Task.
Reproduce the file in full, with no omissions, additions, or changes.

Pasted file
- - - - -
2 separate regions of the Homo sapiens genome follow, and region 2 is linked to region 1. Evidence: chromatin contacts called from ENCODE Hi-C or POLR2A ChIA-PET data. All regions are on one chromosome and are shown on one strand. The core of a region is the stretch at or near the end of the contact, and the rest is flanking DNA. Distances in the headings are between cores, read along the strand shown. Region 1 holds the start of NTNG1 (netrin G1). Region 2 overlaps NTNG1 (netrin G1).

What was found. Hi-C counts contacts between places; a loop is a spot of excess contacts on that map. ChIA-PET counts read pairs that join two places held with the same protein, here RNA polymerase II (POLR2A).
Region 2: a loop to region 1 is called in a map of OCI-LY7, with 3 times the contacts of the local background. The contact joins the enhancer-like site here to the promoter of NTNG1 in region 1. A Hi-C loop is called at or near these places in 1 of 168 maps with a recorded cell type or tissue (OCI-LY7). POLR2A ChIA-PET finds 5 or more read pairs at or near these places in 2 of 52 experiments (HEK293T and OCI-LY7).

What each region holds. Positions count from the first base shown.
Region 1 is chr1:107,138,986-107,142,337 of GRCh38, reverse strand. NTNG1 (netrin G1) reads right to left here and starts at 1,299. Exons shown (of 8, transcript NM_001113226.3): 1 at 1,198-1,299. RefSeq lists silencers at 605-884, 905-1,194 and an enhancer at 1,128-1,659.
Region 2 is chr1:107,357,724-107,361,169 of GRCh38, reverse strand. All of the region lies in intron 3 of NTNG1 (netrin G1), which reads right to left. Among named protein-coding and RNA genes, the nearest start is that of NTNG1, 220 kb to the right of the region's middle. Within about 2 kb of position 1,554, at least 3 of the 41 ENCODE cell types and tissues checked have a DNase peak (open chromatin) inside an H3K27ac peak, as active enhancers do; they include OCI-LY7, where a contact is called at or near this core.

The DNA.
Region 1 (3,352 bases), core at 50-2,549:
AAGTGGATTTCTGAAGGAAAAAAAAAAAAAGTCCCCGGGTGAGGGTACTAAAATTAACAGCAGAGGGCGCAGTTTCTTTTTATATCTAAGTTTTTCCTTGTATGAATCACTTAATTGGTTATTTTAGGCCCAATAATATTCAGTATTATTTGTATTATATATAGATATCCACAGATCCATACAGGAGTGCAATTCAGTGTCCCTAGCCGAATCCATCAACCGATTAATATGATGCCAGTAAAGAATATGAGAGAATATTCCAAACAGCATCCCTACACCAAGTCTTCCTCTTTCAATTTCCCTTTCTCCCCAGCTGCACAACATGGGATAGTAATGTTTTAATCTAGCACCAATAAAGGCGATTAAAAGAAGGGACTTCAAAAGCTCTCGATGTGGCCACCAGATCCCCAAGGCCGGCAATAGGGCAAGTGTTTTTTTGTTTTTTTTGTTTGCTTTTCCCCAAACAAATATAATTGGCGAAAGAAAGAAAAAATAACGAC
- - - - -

2 separate regions of the Homo sapiens genome follow, and region 2 is linked to region 1. Evidence: chromatin contacts called from ENCODE Hi-C or POLR2A ChIA-PET data. All regions are on one chromosome and are shown on one strand. The core of a region is the stretch at or near the end of the contact, and the rest is flanking DNA. Distances in the headings are between cores, read along the strand shown. Region 1 holds the start of NTNG1 (netrin G1). Region 2 overlaps NTNG1 (netrin G1).

What was found. Hi-C counts contacts between places; a loop is a spot of excess contacts on that map. ChIA-PET counts read pairs that join two places held with the same protein, here RNA polymerase II (POLR2A).
Region 2: a loop to region 1 is called in a map of OCI-LY7, with 3 times the contacts of the local background. The contact joins the enhancer-like site here to the promoter of NTNG1 in region 1. A Hi-C loop is called at or near these places in 1 of 168 maps with a recorded cell type or tissue (OCI-LY7). POLR2A ChIA-PET finds 5 or more read pairs at or near these places in 2 of 52 experiments (HEK293T and OCI-LY7).

What each region holds. Positions count from the first base shown.
Region 1 is chr1:107,138,986-107,142,337 of GRCh38, reverse strand. NTNG1 (netrin G1) reads right to left here and starts at 1,299. Exons shown (of 8, transcript NM_001113226.3): 1 at 1,198-1,299. RefSeq lists silencers at 605-884, 905-1,194 and an enhancer at 1,128-1,659.
Region 2 is chr1:107,357,724-107,361,169 of GRCh38, reverse strand. All of the region lies in intron 3 of NTNG1 (netrin G1), which reads right to left. Among named protein-coding and RNA genes, the nearest start is that of NTNG1, 220 kb to the right of the region's middle. Within about 2 kb of position 1,554, at least 3 of the 41 ENCODE cell types and tissues checked have a DNase peak (open chromatin) inside an H3K27ac peak, as active enhancers do; they include OCI-LY7, where a contact is called at or near this core.

The DNA.
Region 1 (3,352 bases), core at 50-2,549:
AAGTGGATTTCTGAAGGAAAAAAAAAAAAAGTCCCCGGGTGAGGGTACTAAAATTAACAGCAGAGGGCGCAGTTTCTTTTTATATCTAAGTTTTTCCTTGTATGAATCACTTAATTGGTTATTTTAGGCCCAATAATATTCAGTATTATTTGTATTATATATAGATATCCACAGATCCATACAGGAGTGCAATTCAGTGTCCCTAGCCGAATCCATCAACCGATTAATATGATGCCAGTAAAGAATATGAGAGAATATTCCAAACAGCATCCCTACACCAAGTCTTCCTCTTTCAATTTCCCTTTCTCCCCAGCTGCACAACATGGGATAGTAATGTTTTAATCTAGCACCAATAAAGGCGATTAAAAGAAGGGACTTCAAAAGCTCTCGATGTGGCCACCAGATCCCCAAGGCCGGCAATAGGGCAAGTGTTTTTTTGTTTTTTTTGTTTGCTTTTCCCCAAACAAATATAATTGGCGAAAGAAAGAAAAAATAACGAC